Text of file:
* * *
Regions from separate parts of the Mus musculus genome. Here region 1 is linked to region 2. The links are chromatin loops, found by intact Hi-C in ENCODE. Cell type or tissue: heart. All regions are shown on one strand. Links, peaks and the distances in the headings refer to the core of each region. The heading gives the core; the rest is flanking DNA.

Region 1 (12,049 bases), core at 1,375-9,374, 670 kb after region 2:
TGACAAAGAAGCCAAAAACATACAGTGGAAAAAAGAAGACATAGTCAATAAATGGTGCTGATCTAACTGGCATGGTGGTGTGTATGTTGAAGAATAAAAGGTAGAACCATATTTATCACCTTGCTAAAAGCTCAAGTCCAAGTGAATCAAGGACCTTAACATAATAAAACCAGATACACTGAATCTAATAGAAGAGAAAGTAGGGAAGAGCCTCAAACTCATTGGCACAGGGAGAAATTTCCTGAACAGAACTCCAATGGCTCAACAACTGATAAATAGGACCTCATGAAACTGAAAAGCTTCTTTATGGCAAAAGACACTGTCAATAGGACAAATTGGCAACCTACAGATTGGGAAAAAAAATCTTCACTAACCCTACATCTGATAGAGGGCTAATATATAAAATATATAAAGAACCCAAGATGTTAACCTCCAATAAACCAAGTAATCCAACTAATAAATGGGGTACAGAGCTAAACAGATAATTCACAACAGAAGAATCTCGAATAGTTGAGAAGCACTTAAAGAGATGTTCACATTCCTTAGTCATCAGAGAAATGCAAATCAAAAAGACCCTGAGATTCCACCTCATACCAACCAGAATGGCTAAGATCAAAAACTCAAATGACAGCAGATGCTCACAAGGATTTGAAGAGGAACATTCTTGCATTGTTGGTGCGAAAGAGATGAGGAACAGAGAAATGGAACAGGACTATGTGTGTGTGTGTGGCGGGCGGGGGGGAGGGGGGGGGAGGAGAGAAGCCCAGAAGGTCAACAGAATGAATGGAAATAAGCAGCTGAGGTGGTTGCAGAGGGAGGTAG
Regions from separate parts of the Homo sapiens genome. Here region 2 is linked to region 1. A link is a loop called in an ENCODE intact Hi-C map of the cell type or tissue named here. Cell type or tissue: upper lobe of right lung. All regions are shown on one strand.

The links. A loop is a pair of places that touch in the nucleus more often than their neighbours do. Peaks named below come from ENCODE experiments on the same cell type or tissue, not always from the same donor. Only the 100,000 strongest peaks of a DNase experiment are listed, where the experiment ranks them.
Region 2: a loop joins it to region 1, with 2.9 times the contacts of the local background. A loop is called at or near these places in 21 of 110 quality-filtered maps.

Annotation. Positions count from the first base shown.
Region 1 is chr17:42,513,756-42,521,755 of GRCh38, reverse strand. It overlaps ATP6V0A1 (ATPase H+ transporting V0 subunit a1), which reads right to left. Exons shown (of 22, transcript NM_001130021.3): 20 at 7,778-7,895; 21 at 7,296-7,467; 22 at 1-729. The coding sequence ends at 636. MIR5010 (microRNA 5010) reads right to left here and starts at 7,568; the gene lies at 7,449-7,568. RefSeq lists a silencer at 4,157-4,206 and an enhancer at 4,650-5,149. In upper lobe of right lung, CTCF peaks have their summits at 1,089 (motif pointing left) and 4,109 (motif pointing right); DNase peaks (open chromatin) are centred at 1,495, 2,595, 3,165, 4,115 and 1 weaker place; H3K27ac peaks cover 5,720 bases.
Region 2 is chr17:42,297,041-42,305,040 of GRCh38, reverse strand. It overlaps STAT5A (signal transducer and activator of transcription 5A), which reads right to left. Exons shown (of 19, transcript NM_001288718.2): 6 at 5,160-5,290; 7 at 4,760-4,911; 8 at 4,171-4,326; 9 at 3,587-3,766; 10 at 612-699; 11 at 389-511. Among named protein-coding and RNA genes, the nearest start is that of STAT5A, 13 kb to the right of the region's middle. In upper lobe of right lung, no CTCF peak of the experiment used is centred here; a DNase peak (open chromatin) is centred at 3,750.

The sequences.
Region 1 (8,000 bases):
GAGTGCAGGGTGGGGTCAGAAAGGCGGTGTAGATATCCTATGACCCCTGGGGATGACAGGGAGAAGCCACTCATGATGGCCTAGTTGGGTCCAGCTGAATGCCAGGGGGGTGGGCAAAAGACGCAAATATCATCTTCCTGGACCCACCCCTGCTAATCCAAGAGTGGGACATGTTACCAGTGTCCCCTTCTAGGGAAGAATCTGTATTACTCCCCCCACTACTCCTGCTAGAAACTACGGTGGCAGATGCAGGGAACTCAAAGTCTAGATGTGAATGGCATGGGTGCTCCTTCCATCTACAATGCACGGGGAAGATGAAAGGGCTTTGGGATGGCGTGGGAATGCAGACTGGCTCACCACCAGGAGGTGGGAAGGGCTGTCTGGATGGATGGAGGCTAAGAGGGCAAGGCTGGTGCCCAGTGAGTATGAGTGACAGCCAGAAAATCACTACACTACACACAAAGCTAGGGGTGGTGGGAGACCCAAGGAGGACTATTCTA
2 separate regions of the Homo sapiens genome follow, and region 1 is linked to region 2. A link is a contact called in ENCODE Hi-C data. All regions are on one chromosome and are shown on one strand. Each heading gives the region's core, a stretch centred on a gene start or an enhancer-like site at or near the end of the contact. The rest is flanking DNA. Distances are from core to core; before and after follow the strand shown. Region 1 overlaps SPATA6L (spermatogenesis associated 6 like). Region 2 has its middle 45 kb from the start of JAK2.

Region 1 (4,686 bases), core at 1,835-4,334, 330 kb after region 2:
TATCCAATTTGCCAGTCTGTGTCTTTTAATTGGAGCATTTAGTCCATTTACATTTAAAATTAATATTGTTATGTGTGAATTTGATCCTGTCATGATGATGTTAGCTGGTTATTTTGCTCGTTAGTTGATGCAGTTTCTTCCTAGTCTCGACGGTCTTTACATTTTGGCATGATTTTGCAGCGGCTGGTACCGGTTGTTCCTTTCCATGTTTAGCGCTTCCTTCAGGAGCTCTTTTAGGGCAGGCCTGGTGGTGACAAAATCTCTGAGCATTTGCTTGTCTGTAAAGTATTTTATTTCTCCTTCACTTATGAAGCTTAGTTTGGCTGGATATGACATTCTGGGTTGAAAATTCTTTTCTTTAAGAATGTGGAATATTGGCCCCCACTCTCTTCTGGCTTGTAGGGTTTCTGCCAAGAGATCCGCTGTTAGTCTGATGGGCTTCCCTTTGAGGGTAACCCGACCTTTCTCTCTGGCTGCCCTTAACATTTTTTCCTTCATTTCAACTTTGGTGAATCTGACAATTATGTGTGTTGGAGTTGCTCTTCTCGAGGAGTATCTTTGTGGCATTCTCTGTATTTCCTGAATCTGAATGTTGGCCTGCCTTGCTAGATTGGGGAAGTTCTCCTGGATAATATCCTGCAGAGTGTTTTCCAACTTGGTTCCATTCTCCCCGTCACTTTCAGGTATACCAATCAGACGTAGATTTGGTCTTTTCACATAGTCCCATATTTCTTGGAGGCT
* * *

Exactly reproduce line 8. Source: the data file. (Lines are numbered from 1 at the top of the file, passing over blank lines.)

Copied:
Region 1 is chr17:42,513,756-42,521,755 of GRCh38, reverse strand. It overlaps ATP6V0A1 (ATPase H+ transporting V0 subunit a1), which reads right to left. Exons shown (of 22, transcript NM_001130021.3): 20 at 7,778-7,895; 21 at 7,296-7,467; 22 at 1-729. The coding sequence ends at 636. MIR5010 (microRNA 5010) reads right to left here and starts at 7,568; the gene lies at 7,449-7,568. RefSeq lists a silencer at 4,157-4,206 and an enhancer at 4,650-5,149. In upper lobe of right lung, CTCF peaks have their summits at 1,089 (motif pointing left) and 4,109 (motif pointing right); DNase peaks (open chromatin) are centred at 1,495, 2,595, 3,165, 4,115 and 1 weaker place; H3K27ac peaks cover 5,720 bases.